There’s not a whole lot I can say about Pebble Beach that has not already been said. The course has been photographed, written about and reviewed at length. Below are a couple of notes and photos from my game here.
I originally had a tee time at 8:20AM, but changed it to 1PM so that I could play with Steve, who I had met when we played Spyglass Hill together on Monday. We were paired up with Scott from Arkansas and Keith from Chicago who were there together for a conference in Monterey. They were both great players with really silky swings and teed it up from the back tees. My caddie extraordinaire, Bob Burke who I had used at Spyglass, was with me again, double bagging it for Steve and me and he proved to be worth is weight in gold for another round.
At 1 o’ clock we teed it up and were off. My swing was a little shaky but Bob guided me around the course and took me out with a great front 9 including 6 one putt greens in a row. Here’s a couple of photos of key points on the course.
Below is the 6th hole. This is a great par 5 that includes a blind 2nd shot. I didn’t get my 2nd shot quite high enough and my ball met a sandy demise down on the beach. For my 4th shot I roped a 5 iron to just off the green where I got up and down to save bogey. The below picture is of the view from the top of the hill back down to where my second shot was played from.
The below view is of the 6th green.
This is the 7th hole, the signature hole at Pebble Beach. I hit a nice sand wedge here to the back fringe and with the help of Bob’s braille drained the 20 foot birdie putt.
Jack Nicklaus has often been quoted as saying that if he had one round left to play in his life that he would want it to be Pebble Beach and that if he had one hole left to play it would be the 8th at Pebble. That’s a pretty good assessment of the hole. It’s that great. I hit a utility club off the tee here and cut it about as close to the cliff as humanly possible. My ball landed conveniently just in front of the “Danger Steep Cliff” sign. That’s a bit of an understatement . . . losing my balance on the follow through of this shot would have resulted in a tumble about 100 or more feet down to the beach. The green I’m playing to is visible in the upper left corner of the photo below. It sure made for an interesting shot. I landed my second shot short of the green (left of the green from this angle) and in the rough behind the bunker. I got up with my 3rd shot and then down with my putt, again with Bob’s great read. Thanks Bob!
I managed to keep a really good round going through the 12th hole, but at the 13th the wheels came off the bus and I finally started getting what I deserved. Outside of a par at the infamous 17th hole, the site of Tom Watson’s chip in at the 1982 U.S. Open, the end to my Pebble Beach round was lackluster to say the least. I went from 3 up in my match with Steve to buying the drinks in the Tap room after he pulled a Tiger Woods on me as I fell apart on the last six holes. I did however have a nice time chatting with Steve Cohen (yes, by the end of the round 50% of our group was named Steve) of the Shivas Irons Society who came out to walk the last 5 holes with me.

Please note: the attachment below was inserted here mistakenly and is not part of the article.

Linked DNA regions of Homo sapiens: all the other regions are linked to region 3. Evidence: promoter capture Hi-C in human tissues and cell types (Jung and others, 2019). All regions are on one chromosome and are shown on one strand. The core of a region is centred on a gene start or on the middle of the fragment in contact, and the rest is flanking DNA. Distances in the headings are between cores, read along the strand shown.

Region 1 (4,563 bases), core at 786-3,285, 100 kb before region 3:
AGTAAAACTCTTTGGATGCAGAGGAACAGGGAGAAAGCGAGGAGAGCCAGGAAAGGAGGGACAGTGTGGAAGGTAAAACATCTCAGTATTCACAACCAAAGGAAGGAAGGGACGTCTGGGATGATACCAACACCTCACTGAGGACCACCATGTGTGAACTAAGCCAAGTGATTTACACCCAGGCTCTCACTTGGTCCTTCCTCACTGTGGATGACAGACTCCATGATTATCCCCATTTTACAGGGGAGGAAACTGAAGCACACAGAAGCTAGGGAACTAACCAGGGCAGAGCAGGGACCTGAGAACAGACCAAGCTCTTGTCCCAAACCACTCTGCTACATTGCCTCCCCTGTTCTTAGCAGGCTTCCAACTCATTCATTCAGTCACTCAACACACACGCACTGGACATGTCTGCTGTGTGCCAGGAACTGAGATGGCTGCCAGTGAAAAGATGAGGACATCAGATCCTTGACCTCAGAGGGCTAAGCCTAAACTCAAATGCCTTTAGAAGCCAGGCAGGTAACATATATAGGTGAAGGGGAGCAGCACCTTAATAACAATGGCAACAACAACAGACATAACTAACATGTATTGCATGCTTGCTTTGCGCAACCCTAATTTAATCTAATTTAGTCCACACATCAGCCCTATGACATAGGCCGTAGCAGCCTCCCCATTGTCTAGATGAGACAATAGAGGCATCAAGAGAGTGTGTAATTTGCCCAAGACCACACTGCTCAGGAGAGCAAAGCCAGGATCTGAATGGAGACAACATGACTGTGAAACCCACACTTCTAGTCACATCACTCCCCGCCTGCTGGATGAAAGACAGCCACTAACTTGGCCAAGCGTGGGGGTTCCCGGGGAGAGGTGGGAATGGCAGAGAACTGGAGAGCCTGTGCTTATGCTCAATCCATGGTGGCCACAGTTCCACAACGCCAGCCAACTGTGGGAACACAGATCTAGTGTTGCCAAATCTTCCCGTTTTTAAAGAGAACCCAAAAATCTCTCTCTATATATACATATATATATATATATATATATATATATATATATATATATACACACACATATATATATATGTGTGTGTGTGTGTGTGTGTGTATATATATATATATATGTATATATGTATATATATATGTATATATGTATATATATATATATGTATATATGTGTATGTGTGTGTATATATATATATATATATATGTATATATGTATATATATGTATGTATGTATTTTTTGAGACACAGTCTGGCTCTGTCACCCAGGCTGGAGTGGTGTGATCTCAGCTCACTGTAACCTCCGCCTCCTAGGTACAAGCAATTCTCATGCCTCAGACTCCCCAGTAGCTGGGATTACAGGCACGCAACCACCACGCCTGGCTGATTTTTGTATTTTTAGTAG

One thing that was cool is that I was lucky to be there when they had the paint lines down for where the rough was to be grown in for the 2010 U.S. Open. Lets just say that the course plays A LOT more friendly for us resort players than it does for the Open.
Pebble Beach is a great course and anyone who has any enthusiasm for the game of golf is foolish not to get out there and play it at least once. Sure the greens fees are high and the round is long, but it is an experience every golfer should have. I recommend calling ahead and asking to be paired with a top caddie. I can’t stress enough how much of a help Bob was to both Steve and me that day.
One thing I should note is that in order to guarantee a tee time at Pebble you must stay at one of the Pebble Beach Resort hotels. If you are not staying at one of the hotels you can only book Pebble 24 hours in advance (same with Spyglass, except there is a 30 day window). When I called Spyglass 30 days in advance I was delighted to hear the reservationist said she could book Pebble for me then too. Apparently if the tee sheet is not filling up they will open it to the general public earlier than the standard 24 hour notice. Good to know and a great way to save the two night $1,300 hotel bill on your Pebble Beach golf trip!